The Vision to Pay It Forward

March 15, 2024

Smiling man with short gray hair, a light blue T-shirt and dark blue vest stands with his arms crossed in a rehabilitation setting
Brian Kwon – photo credit: VGH & UBC Hospital Foundation

How do you send the message to someone that you value their ideas, efforts, and vision? In a world where researchers, clinicians, and nonprofit leaders are constantly chasing the next grant, we set out to honor outstanding individuals who are at a mid-point of their career as a way to encourage them to continue with their trailblazing ideas. The Craig H. Neilsen Visionary Prize was launched in 2020 to highlight the legacy of our Founder’s gift to the world of spinal cord injury (SCI). It acknowledges the efforts and influential voices of people who embody the values that were important to Craig during his lifetime. To date, 12 individuals have been awarded the Visionary Prize, which comes with an unrestricted gift of one million dollars. There are no expectations for how the money will be used, but our hope is that the acknowledgement will provide a confidence boost and highlight the importance of their work.

One of the inaugural Visionary Prize recipients was Dr. Brian Kwon, a compassionate surgeon and thoughtful scientist who, in addition to caring for his patients, is dedicated to solving the mysteries surrounding SCI. He is a devoted mentor, sharing his knowledge and experiences with trainees at University of British Columbia’s International Collaboration on Repair Discoveries (ICORD) and he serves as the Director of Research for the Vancouver Spine Research Program.

When awarded the Visionary Prize, Brian used the money to create the SCI Innovation Fund at the University of British Columbia Hospital Foundation. This fund encourages creative thinking by allowing researchers in his organization to test out what he calls “cool new ideas” before beginning the application process for a large grant. “It gives us the ability to think a bit outside the box and take on things that are maybe a little unconventional or risky,” Brian explains. “We have embarked on some really novel things that we wouldn’t necessarily have been able to do. We have discretionary funding that we can draw on to try something new and, all of a sudden, we have data to get a much larger grant. We’ve actually been able to leverage these funds and get an additional $2 million grant.”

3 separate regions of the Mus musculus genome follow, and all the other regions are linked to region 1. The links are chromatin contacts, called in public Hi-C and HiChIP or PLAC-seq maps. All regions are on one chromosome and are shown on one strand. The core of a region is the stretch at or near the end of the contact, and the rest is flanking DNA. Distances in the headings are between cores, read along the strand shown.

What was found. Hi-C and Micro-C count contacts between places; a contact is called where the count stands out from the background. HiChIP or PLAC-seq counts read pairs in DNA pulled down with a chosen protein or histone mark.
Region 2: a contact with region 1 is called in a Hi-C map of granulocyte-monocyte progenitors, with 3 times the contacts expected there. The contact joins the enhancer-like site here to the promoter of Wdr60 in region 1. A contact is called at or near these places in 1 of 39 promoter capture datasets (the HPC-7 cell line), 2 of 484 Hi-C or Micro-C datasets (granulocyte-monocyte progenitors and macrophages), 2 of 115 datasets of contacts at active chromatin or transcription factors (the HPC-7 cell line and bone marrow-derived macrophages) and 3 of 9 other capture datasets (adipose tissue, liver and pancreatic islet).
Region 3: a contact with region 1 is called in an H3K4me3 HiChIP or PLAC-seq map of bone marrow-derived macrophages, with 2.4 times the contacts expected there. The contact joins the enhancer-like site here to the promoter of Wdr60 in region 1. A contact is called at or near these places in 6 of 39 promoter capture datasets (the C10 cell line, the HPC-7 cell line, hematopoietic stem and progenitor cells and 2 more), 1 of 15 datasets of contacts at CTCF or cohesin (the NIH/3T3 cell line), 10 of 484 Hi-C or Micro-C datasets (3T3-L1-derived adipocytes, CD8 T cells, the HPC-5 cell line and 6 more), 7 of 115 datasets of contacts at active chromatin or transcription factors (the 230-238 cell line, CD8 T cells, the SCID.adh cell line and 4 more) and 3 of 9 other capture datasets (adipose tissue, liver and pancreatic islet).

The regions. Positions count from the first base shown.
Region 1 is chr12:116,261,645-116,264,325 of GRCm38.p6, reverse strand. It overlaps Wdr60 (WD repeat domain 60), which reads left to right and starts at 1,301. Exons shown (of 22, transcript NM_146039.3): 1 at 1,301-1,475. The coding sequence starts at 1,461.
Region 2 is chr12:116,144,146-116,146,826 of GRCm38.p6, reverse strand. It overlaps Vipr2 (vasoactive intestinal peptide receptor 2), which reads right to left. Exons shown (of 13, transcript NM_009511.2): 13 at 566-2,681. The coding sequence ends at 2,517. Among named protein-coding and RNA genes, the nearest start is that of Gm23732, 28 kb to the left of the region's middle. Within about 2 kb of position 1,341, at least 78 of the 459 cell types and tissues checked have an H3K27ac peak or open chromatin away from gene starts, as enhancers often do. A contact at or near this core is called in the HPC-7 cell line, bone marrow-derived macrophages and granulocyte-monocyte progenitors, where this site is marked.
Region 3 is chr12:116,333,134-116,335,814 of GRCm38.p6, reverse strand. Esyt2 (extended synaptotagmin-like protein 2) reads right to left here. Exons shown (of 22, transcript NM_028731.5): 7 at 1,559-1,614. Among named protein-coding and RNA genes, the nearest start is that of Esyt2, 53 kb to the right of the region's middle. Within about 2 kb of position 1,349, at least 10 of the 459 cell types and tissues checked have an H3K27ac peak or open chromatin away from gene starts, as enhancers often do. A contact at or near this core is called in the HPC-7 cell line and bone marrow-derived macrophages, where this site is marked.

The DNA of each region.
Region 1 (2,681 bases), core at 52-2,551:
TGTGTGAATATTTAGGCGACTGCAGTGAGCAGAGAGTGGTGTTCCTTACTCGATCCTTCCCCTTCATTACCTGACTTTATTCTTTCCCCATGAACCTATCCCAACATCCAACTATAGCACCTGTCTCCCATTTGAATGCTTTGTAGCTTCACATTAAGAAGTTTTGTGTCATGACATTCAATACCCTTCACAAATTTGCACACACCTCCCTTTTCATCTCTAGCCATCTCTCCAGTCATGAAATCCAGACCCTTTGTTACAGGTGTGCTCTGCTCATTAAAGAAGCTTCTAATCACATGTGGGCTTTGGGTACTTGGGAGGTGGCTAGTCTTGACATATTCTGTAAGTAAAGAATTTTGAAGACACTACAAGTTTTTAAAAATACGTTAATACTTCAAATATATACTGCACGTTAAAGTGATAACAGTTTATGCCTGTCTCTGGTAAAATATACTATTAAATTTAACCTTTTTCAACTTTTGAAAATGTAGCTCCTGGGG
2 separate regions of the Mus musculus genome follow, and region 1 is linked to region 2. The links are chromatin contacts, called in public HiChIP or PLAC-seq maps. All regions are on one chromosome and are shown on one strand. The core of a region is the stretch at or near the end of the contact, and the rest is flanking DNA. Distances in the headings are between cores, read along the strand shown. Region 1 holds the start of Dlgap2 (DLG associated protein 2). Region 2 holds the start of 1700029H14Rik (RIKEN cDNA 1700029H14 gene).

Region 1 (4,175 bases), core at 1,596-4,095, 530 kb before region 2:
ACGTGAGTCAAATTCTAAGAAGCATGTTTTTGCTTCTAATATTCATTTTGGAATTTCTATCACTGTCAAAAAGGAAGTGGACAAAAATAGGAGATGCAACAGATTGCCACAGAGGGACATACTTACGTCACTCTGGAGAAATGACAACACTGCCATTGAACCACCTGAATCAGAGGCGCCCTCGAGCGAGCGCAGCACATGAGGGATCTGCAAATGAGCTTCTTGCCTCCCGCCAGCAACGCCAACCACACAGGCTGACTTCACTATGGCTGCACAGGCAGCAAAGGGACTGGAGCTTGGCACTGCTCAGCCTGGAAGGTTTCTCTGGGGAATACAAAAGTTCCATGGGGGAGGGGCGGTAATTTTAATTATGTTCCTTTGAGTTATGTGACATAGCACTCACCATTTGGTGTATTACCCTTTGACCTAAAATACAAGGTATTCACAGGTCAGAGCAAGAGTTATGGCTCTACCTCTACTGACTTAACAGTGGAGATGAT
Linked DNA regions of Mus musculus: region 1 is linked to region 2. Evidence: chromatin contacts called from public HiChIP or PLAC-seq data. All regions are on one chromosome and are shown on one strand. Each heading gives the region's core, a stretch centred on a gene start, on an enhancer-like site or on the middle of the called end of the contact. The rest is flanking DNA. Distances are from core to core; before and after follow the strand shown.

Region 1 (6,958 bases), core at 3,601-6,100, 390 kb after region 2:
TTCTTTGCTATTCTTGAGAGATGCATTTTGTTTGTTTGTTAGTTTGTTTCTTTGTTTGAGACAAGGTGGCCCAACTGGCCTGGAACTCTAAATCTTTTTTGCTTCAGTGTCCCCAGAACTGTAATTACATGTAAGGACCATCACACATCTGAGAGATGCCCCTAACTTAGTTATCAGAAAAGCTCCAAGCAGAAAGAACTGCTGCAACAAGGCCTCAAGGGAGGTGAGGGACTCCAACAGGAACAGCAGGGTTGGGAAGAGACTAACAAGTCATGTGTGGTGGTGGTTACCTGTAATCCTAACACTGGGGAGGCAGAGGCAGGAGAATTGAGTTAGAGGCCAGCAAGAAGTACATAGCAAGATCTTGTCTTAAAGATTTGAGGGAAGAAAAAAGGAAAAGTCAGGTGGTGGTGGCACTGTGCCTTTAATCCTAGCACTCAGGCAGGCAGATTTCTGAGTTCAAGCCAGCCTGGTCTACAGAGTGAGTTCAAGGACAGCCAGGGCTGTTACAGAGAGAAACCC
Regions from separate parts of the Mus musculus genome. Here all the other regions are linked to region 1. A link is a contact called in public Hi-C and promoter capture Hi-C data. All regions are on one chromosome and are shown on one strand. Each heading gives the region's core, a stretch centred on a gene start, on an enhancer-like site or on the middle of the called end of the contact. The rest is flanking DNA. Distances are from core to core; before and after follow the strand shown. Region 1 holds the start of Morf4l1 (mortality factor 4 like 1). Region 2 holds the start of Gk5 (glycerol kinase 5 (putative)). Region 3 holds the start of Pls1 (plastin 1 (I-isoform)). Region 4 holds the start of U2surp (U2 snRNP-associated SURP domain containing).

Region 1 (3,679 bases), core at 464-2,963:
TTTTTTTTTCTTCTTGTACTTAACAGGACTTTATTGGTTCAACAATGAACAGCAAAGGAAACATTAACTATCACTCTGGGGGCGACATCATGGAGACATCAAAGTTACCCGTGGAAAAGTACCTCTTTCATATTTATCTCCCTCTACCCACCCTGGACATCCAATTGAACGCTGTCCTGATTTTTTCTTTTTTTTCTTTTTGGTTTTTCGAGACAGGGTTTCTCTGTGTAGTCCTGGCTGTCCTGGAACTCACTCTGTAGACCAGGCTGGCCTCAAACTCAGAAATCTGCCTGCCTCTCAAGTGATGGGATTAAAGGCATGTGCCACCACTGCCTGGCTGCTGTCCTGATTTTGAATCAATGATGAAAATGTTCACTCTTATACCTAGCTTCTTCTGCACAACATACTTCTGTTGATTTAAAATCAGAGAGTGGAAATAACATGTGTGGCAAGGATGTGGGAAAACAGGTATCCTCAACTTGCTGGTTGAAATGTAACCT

But the Visionary Prize has given Brian a much bigger goal than funding research—he hopes his contribution to start this fund expands the discussion about philanthropy and encourages others to invest in his organization: “If funders know that you believe in something enough to put your own money into it, then it’s a much different discussion when you’re trying to raise money to support SCI research,” he states, revealing a vision that mirrors values important to our Founder.

Each of the Visionary Prize awardees inspires the SCI community and beyond as they continue their leadership in their chosen fields—be that medicine, the arts, business, research, advocacy, or athletics. We believe that Mr. Neilsen would be proud to see how their bold work and determination are improving the lives of others.